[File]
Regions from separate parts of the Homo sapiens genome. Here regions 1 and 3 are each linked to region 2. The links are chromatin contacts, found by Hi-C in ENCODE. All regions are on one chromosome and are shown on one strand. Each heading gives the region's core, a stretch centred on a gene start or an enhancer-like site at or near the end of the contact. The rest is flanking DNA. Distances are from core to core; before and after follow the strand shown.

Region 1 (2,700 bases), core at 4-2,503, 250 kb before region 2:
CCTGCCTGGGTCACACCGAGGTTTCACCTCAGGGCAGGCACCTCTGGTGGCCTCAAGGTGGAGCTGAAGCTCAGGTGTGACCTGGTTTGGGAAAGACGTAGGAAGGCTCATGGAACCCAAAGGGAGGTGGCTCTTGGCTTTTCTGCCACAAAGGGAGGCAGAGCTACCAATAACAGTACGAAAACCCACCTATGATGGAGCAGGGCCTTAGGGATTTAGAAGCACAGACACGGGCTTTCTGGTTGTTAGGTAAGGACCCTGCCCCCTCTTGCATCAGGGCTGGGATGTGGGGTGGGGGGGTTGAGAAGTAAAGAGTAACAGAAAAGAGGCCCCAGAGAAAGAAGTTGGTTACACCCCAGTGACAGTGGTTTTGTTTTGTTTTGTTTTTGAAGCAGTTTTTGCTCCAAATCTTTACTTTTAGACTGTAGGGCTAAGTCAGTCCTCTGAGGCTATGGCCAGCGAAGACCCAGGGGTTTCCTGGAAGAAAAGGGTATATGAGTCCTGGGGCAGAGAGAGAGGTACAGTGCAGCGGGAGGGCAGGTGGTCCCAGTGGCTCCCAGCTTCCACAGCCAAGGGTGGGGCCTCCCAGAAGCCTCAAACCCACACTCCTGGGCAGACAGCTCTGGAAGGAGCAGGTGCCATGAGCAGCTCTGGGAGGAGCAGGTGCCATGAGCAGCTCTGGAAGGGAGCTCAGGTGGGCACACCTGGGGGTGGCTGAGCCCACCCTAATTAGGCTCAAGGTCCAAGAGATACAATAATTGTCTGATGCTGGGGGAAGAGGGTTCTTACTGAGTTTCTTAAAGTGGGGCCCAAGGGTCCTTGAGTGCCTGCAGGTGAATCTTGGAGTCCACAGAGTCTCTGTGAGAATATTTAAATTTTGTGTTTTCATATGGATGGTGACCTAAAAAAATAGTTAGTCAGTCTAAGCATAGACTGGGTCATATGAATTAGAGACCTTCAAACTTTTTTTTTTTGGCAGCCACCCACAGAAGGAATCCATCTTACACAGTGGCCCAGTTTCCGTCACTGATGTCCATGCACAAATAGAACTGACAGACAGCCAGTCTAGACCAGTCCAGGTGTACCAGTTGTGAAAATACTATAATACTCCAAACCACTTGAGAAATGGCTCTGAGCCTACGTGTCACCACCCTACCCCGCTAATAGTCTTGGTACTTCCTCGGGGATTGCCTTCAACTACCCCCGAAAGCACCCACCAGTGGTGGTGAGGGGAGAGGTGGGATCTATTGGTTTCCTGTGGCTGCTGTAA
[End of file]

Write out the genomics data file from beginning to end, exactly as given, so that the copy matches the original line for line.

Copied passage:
Regions from separate parts of the Homo sapiens genome. Here regions 1 and 3 are each linked to region 2. The links are chromatin contacts, found by Hi-C in ENCODE. All regions are on one chromosome and are shown on one strand. Each heading gives the region's core, a stretch centred on a gene start or an enhancer-like site at or near the end of the contact. The rest is flanking DNA. Distances are from core to core; before and after follow the strand shown.

Region 1 (2,700 bases), core at 4-2,503, 250 kb before region 2:
CCTGCCTGGGTCACACCGAGGTTTCACCTCAGGGCAGGCACCTCTGGTGGCCTCAAGGTGGAGCTGAAGCTCAGGTGTGACCTGGTTTGGGAAAGACGTAGGAAGGCTCATGGAACCCAAAGGGAGGTGGCTCTTGGCTTTTCTGCCACAAAGGGAGGCAGAGCTACCAATAACAGTACGAAAACCCACCTATGATGGAGCAGGGCCTTAGGGATTTAGAAGCACAGACACGGGCTTTCTGGTTGTTAGGTAAGGACCCTGCCCCCTCTTGCATCAGGGCTGGGATGTGGGGTGGGGGGGTTGAGAAGTAAAGAGTAACAGAAAAGAGGCCCCAGAGAAAGAAGTTGGTTACACCCCAGTGACAGTGGTTTTGTTTTGTTTTGTTTTTGAAGCAGTTTTTGCTCCAAATCTTTACTTTTAGACTGTAGGGCTAAGTCAGTCCTCTGAGGCTATGGCCAGCGAAGACCCAGGGGTTTCCTGGAAGAAAAGGGTATATGAGTCCTGGGGCAGAGAGAGAGGTACAGTGCAGCGGGAGGGCAGGTGGTCCCAGTGGCTCCCAGCTTCCACAGCCAAGGGTGGGGCCTCCCAGAAGCCTCAAACCCACACTCCTGGGCAGACAGCTCTGGAAGGAGCAGGTGCCATGAGCAGCTCTGGGAGGAGCAGGTGCCATGAGCAGCTCTGGAAGGGAGCTCAGGTGGGCACACCTGGGGGTGGCTGAGCCCACCCTAATTAGGCTCAAGGTCCAAGAGATACAATAATTGTCTGATGCTGGGGGAAGAGGGTTCTTACTGAGTTTCTTAAAGTGGGGCCCAAGGGTCCTTGAGTGCCTGCAGGTGAATCTTGGAGTCCACAGAGTCTCTGTGAGAATATTTAAATTTTGTGTTTTCATATGGATGGTGACCTAAAAAAATAGTTAGTCAGTCTAAGCATAGACTGGGTCATATGAATTAGAGACCTTCAAACTTTTTTTTTTTGGCAGCCACCCACAGAAGGAATCCATCTTACACAGTGGCCCAGTTTCCGTCACTGATGTCCATGCACAAATAGAACTGACAGACAGCCAGTCTAGACCAGTCCAGGTGTACCAGTTGTGAAAATACTATAATACTCCAAACCACTTGAGAAATGGCTCTGAGCCTACGTGTCACCACCCTACCCCGCTAATAGTCTTGGTACTTCCTCGGGGATTGCCTTCAACTACCCCCGAAAGCACCCACCAGTGGTGGTGAGGGGAGAGGTGGGATCTATTGGTTTCCTGTGGCTGCTGTAA